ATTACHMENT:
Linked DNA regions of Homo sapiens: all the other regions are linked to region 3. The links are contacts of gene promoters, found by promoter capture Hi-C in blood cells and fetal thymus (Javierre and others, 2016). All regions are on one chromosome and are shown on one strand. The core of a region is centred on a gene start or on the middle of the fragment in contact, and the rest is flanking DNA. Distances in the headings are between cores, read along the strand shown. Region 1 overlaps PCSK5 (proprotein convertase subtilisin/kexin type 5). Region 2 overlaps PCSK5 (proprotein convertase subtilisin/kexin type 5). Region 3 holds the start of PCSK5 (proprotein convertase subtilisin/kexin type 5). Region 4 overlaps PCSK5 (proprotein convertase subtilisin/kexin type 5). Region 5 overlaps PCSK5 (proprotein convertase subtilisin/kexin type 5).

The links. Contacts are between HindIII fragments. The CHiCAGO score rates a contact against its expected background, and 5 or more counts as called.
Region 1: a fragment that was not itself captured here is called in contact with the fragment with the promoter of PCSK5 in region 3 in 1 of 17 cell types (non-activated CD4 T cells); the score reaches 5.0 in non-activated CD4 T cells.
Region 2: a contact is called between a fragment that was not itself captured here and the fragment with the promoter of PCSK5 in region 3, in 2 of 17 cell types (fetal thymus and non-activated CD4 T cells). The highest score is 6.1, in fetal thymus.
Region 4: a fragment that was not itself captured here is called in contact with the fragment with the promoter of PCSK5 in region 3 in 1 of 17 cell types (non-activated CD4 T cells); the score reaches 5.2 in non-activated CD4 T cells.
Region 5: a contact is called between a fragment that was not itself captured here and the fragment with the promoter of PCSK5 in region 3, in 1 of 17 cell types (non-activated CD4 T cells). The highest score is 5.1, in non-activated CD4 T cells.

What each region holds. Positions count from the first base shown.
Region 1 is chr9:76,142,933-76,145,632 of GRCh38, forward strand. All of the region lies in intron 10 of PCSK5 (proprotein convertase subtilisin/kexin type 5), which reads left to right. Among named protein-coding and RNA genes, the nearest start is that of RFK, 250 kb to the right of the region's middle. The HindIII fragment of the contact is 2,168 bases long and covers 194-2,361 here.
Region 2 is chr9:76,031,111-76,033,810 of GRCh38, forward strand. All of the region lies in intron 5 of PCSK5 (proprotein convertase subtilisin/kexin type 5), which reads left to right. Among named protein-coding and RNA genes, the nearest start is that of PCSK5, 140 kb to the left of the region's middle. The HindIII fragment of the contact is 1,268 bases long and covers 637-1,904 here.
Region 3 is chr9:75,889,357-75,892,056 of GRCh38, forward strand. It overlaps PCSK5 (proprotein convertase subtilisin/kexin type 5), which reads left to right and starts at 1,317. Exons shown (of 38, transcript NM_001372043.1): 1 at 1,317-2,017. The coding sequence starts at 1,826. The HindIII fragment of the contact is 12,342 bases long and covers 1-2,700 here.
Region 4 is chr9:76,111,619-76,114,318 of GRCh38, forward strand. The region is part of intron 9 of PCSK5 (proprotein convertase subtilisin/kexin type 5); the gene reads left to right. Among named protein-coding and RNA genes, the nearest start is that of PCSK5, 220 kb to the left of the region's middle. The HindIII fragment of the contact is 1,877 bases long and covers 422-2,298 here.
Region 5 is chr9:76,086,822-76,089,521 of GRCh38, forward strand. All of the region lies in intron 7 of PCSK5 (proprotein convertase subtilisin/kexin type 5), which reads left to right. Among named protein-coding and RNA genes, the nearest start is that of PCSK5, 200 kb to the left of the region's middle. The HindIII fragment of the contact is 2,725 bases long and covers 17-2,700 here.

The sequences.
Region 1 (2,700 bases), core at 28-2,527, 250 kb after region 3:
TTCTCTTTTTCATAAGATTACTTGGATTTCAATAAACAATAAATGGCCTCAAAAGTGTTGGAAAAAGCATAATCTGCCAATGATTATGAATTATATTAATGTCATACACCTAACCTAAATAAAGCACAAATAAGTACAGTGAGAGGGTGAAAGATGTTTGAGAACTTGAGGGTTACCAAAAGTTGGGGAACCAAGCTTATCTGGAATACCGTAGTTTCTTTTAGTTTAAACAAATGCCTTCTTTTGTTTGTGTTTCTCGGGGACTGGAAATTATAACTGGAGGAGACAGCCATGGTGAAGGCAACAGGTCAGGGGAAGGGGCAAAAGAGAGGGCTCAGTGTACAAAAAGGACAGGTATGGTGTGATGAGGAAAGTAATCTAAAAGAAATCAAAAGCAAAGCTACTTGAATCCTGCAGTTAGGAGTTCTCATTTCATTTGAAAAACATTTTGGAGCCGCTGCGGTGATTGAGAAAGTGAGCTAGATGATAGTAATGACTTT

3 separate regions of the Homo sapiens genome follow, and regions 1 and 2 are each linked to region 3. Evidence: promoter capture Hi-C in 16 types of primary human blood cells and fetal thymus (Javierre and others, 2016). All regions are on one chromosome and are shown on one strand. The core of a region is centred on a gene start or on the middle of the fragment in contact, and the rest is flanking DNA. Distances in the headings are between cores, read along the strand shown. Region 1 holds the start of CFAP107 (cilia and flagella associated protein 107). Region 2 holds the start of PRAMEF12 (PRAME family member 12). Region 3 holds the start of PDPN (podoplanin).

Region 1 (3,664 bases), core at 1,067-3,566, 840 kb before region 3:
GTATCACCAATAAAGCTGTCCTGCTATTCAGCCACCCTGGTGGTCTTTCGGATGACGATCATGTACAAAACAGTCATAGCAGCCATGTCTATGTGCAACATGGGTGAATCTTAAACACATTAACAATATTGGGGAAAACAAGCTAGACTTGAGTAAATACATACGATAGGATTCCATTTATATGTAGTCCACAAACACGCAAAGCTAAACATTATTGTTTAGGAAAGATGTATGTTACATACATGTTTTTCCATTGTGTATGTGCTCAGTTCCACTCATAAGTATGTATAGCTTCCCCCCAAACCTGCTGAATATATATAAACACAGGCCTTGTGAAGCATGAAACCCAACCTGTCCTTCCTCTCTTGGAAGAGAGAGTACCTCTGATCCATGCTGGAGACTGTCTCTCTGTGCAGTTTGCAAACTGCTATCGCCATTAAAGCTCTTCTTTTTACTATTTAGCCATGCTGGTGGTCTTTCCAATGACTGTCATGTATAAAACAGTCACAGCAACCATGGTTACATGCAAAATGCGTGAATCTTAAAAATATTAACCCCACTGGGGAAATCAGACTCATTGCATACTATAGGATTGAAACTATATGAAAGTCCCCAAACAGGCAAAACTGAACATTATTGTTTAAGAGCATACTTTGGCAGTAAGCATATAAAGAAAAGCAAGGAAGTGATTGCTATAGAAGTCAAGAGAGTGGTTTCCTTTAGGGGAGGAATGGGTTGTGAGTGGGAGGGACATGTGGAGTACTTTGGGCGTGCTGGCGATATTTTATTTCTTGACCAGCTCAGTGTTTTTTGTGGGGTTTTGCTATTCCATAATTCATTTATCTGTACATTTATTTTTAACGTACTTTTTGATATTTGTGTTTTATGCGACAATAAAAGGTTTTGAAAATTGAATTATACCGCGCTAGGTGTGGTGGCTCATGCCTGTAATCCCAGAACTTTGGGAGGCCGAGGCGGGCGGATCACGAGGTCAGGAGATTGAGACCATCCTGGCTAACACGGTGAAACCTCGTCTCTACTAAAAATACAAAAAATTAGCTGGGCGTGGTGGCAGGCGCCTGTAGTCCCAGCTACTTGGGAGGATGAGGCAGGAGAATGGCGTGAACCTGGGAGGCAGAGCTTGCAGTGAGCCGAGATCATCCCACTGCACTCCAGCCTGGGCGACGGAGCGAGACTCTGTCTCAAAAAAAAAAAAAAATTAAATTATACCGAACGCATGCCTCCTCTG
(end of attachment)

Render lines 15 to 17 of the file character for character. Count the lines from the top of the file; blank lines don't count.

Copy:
TTCTCTTTTTCATAAGATTACTTGGATTTCAATAAACAATAAATGGCCTCAAAAGTGTTGGAAAAAGCATAATCTGCCAATGATTATGAATTATATTAATGTCATACACCTAACCTAAATAAAGCACAAATAAGTACAGTGAGAGGGTGAAAGATGTTTGAGAACTTGAGGGTTACCAAAAGTTGGGGAACCAAGCTTATCTGGAATACCGTAGTTTCTTTTAGTTTAAACAAATGCCTTCTTTTGTTTGTGTTTCTCGGGGACTGGAAATTATAACTGGAGGAGACAGCCATGGTGAAGGCAACAGGTCAGGGGAAGGGGCAAAAGAGAGGGCTCAGTGTACAAAAAGGACAGGTATGGTGTGATGAGGAAAGTAATCTAAAAGAAATCAAAAGCAAAGCTACTTGAATCCTGCAGTTAGGAGTTCTCATTTCATTTGAAAAACATTTTGGAGCCGCTGCGGTGATTGAGAAAGTGAGCTAGATGATAGTAATGACTTT

3 separate regions of the Homo sapiens genome follow, and regions 1 and 2 are each linked to region 3. Evidence: promoter capture Hi-C in 16 types of primary human blood cells and fetal thymus (Javierre and others, 2016). All regions are on one chromosome and are shown on one strand. The core of a region is centred on a gene start or on the middle of the fragment in contact, and the rest is flanking DNA. Distances in the headings are between cores, read along the strand shown. Region 1 holds the start of CFAP107 (cilia and flagella associated protein 107). Region 2 holds the start of PRAMEF12 (PRAME family member 12). Region 3 holds the start of PDPN (podoplanin).

Region 1 (3,664 bases), core at 1,067-3,566, 840 kb before region 3: